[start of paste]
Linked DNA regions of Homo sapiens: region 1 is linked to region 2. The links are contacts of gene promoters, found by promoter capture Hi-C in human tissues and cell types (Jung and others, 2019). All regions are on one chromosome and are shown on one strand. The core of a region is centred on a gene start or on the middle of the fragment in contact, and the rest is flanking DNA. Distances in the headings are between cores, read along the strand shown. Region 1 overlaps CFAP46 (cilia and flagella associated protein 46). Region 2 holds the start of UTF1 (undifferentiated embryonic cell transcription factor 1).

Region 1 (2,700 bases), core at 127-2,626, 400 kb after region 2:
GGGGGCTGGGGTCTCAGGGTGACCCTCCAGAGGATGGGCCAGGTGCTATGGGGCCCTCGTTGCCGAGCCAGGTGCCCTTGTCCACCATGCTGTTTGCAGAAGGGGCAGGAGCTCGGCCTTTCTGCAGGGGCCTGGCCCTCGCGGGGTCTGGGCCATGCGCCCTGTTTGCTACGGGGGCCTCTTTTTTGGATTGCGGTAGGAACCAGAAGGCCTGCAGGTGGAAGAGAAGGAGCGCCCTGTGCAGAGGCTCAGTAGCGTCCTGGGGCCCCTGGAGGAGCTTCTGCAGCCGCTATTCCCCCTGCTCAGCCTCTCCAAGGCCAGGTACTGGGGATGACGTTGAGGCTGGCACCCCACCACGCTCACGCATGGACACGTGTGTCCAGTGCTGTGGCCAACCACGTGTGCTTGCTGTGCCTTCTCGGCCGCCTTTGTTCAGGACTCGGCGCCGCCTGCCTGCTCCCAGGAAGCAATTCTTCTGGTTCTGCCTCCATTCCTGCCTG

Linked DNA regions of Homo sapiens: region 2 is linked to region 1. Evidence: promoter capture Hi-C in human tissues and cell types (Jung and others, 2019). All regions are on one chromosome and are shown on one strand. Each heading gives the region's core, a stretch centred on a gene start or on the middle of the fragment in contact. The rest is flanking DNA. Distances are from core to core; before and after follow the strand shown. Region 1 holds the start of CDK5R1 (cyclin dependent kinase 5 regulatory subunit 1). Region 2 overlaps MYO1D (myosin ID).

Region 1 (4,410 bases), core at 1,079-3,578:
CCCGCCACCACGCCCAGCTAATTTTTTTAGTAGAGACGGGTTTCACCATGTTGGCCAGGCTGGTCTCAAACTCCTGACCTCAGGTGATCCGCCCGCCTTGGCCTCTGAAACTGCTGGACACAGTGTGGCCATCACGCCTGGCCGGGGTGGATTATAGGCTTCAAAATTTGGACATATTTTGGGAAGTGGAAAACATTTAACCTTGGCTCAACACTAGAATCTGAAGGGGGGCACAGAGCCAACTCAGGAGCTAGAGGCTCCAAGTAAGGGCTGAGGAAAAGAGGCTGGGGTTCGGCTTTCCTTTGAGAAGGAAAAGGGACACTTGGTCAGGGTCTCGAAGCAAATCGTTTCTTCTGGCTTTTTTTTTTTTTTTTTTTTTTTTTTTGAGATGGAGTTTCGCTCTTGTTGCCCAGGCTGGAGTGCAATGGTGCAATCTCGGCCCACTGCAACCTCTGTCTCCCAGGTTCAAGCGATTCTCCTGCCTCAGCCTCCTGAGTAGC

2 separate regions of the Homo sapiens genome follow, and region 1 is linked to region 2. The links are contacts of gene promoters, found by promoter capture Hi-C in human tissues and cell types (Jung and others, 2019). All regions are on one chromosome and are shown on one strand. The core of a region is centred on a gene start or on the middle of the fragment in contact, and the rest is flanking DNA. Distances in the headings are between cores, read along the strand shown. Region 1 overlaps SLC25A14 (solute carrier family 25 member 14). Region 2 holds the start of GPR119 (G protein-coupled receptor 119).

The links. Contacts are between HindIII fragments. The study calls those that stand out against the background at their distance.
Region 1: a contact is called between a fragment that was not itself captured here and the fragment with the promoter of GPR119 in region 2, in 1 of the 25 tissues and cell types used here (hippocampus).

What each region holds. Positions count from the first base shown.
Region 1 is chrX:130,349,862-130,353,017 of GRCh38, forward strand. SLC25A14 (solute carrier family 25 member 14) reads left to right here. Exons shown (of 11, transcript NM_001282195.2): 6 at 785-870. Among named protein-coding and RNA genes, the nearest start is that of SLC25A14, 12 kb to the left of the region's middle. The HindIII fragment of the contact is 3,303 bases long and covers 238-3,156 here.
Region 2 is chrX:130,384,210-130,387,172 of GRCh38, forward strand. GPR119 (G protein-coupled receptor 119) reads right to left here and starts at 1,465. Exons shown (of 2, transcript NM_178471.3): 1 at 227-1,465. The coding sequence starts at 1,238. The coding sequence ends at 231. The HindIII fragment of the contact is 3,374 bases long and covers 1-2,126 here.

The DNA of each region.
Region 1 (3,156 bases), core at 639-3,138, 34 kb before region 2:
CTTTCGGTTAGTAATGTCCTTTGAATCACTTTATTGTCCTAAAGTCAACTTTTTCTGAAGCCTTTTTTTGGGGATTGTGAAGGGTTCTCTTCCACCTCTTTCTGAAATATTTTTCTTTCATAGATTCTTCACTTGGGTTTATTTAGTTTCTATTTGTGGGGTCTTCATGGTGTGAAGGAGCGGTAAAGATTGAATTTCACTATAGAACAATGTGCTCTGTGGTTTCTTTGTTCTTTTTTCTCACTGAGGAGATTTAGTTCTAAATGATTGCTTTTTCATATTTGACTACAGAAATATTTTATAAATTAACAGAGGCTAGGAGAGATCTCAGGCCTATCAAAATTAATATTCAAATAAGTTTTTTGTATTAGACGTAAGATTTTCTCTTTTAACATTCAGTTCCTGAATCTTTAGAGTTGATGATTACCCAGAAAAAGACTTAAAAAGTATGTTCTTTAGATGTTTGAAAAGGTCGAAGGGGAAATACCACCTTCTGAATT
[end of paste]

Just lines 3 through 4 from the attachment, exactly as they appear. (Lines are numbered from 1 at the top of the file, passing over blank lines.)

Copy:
GGGGGCTGGGGTCTCAGGGTGACCCTCCAGAGGATGGGCCAGGTGCTATGGGGCCCTCGTTGCCGAGCCAGGTGCCCTTGTCCACCATGCTGTTTGCAGAAGGGGCAGGAGCTCGGCCTTTCTGCAGGGGCCTGGCCCTCGCGGGGTCTGGGCCATGCGCCCTGTTTGCTACGGGGGCCTCTTTTTTGGATTGCGGTAGGAACCAGAAGGCCTGCAGGTGGAAGAGAAGGAGCGCCCTGTGCAGAGGCTCAGTAGCGTCCTGGGGCCCCTGGAGGAGCTTCTGCAGCCGCTATTCCCCCTGCTCAGCCTCTCCAAGGCCAGGTACTGGGGATGACGTTGAGGCTGGCACCCCACCACGCTCACGCATGGACACGTGTGTCCAGTGCTGTGGCCAACCACGTGTGCTTGCTGTGCCTTCTCGGCCGCCTTTGTTCAGGACTCGGCGCCGCCTGCCTGCTCCCAGGAAGCAATTCTTCTGGTTCTGCCTCCATTCCTGCCTG

Linked DNA regions of Homo sapiens: region 2 is linked to region 1. Evidence: promoter capture Hi-C in human tissues and cell types (Jung and others, 2019). All regions are on one chromosome and are shown on one strand. Each heading gives the region's core, a stretch centred on a gene start or on the middle of the fragment in contact. The rest is flanking DNA. Distances are from core to core; before and after follow the strand shown. Region 1 holds the start of CDK5R1 (cyclin dependent kinase 5 regulatory subunit 1). Region 2 overlaps MYO1D (myosin ID).